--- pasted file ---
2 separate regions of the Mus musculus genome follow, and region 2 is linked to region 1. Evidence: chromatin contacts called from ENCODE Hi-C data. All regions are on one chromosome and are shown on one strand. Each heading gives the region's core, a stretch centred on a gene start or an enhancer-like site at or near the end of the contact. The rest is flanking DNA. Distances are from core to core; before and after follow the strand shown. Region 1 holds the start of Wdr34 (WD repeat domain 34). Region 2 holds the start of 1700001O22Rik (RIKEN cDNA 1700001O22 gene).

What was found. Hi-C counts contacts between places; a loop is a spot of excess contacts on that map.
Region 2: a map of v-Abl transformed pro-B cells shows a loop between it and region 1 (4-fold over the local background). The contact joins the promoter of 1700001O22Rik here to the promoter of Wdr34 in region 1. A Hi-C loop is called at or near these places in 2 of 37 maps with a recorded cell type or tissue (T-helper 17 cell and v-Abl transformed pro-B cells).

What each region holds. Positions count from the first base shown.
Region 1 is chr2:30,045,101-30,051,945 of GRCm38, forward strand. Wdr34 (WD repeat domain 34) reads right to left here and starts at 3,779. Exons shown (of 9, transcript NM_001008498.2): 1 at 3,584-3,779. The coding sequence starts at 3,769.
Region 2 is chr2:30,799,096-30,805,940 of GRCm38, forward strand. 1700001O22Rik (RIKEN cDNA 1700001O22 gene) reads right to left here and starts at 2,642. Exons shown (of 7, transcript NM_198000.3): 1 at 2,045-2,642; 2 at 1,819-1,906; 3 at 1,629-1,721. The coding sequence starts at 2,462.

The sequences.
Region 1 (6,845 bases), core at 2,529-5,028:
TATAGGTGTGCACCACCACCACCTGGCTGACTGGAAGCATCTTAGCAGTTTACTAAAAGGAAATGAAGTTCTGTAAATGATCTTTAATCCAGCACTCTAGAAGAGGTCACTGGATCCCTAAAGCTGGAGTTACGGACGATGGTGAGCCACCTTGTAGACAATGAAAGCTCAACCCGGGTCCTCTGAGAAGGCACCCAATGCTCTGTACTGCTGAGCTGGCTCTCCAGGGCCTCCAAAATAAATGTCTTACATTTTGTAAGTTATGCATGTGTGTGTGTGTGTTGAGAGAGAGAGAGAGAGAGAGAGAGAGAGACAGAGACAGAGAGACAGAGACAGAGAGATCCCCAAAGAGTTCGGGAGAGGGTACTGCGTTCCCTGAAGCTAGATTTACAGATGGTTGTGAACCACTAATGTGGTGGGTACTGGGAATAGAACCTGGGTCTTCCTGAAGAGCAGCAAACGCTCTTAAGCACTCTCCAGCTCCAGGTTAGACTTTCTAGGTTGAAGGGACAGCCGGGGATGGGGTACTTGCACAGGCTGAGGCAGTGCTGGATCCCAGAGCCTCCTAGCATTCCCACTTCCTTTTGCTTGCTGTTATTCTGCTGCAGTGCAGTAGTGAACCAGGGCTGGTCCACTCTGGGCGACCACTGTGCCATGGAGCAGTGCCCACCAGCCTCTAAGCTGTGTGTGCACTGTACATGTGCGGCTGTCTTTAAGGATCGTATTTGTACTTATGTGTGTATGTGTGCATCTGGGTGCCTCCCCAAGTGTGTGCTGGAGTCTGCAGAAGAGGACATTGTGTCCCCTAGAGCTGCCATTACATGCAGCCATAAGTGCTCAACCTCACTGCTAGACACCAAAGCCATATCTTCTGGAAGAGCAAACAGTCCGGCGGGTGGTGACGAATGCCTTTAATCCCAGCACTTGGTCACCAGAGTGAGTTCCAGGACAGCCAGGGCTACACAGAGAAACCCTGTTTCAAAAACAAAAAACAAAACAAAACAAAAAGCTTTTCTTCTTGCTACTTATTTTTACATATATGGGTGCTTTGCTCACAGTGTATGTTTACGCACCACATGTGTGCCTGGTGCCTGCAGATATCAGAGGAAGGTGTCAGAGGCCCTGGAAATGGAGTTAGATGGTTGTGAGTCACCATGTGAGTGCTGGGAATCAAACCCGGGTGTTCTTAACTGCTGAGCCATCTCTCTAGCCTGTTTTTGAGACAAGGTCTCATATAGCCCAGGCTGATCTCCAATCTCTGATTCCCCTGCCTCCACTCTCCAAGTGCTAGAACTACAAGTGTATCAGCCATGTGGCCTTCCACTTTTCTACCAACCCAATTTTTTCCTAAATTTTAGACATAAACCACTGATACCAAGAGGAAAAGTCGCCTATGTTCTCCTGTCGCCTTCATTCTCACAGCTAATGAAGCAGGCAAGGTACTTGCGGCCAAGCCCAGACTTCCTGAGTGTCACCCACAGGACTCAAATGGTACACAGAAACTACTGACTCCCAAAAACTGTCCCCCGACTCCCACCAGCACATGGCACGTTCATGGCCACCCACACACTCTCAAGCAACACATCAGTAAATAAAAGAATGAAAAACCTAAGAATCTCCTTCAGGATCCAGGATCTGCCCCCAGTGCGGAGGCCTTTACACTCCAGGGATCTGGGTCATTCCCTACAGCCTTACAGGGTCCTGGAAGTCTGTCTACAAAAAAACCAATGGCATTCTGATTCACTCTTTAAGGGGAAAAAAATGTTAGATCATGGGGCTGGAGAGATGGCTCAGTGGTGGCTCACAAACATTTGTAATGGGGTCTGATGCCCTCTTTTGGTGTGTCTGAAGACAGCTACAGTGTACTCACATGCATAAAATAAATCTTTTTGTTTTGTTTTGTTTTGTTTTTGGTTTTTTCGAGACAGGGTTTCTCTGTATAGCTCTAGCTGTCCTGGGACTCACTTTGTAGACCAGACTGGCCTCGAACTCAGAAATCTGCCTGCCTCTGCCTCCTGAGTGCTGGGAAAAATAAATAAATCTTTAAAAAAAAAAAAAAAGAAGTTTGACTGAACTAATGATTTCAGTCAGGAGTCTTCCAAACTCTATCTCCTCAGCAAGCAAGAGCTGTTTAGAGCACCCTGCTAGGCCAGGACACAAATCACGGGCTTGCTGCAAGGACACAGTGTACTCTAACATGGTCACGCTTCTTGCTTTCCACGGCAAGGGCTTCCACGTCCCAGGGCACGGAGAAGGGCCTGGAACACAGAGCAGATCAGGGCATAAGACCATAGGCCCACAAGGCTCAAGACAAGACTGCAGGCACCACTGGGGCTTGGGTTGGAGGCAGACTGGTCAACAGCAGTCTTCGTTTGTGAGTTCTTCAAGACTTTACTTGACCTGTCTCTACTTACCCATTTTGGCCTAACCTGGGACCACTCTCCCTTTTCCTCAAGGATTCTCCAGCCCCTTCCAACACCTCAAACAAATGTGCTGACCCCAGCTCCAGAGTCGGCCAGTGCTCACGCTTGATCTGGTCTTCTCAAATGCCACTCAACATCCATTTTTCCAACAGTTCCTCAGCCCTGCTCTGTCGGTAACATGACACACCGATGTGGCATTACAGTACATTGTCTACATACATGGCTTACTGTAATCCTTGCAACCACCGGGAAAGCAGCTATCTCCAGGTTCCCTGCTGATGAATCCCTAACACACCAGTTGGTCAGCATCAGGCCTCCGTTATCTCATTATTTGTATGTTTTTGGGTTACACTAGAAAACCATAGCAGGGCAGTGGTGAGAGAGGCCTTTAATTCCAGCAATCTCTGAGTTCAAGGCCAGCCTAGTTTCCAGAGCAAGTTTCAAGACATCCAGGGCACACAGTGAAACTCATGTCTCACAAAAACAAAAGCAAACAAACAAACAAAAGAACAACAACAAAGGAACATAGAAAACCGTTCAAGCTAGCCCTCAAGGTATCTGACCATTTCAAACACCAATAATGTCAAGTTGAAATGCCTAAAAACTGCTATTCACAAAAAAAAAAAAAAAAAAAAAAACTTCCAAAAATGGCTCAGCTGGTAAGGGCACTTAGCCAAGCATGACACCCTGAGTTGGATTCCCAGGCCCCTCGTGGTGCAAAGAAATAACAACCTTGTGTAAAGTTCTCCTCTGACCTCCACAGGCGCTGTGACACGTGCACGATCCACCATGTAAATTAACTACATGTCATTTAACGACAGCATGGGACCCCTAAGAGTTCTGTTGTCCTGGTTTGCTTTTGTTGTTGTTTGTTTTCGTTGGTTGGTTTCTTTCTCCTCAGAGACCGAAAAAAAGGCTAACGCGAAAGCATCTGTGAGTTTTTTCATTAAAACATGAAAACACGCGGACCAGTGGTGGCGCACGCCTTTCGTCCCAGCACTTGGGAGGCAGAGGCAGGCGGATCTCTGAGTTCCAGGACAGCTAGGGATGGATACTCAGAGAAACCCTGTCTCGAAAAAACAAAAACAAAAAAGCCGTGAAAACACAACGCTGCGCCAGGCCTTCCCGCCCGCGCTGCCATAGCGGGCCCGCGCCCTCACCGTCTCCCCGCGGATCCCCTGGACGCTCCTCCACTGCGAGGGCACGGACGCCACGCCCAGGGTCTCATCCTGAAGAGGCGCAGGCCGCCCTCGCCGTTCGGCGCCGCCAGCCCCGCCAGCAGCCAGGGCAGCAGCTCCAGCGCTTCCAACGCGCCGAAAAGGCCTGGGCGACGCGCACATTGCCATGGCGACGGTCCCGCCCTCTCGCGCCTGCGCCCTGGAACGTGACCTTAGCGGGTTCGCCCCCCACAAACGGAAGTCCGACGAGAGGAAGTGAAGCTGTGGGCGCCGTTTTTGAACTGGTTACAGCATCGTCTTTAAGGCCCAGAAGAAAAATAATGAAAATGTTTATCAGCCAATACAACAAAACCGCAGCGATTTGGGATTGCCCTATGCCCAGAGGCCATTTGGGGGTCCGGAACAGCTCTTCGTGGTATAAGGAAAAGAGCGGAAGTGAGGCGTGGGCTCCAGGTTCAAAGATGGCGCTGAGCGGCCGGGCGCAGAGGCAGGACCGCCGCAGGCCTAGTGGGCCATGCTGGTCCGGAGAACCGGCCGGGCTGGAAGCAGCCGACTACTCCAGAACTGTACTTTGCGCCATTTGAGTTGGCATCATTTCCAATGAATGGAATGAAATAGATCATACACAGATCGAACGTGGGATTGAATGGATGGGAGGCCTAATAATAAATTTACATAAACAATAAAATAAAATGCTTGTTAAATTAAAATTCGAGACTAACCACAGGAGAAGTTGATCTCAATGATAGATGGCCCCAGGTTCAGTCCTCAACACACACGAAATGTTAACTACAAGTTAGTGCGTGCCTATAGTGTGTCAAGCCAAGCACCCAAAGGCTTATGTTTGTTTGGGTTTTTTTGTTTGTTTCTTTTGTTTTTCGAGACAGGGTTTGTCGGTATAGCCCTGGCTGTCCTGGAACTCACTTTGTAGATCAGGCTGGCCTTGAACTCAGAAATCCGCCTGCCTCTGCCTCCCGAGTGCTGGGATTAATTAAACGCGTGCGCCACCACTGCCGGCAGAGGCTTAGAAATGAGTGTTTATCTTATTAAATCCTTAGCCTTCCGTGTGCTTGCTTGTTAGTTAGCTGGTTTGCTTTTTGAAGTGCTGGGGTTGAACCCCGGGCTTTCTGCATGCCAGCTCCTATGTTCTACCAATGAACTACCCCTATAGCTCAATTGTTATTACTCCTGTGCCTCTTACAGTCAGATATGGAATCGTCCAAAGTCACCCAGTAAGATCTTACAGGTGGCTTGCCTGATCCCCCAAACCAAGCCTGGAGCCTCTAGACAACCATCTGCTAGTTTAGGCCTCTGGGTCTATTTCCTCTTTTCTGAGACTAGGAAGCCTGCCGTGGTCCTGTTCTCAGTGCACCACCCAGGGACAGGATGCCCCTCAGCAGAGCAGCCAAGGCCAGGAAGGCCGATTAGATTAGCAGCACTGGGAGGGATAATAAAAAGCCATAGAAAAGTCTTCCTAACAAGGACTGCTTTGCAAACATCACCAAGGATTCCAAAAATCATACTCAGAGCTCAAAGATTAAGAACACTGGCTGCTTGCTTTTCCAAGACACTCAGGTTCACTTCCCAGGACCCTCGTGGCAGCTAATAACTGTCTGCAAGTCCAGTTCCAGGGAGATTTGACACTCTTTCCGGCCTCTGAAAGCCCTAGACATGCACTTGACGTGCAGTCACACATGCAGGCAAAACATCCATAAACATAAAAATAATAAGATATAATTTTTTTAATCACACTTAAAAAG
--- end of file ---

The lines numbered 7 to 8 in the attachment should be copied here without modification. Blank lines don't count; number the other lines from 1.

The sequences.
Region 1 (6,845 bases), core at 2,529-5,028: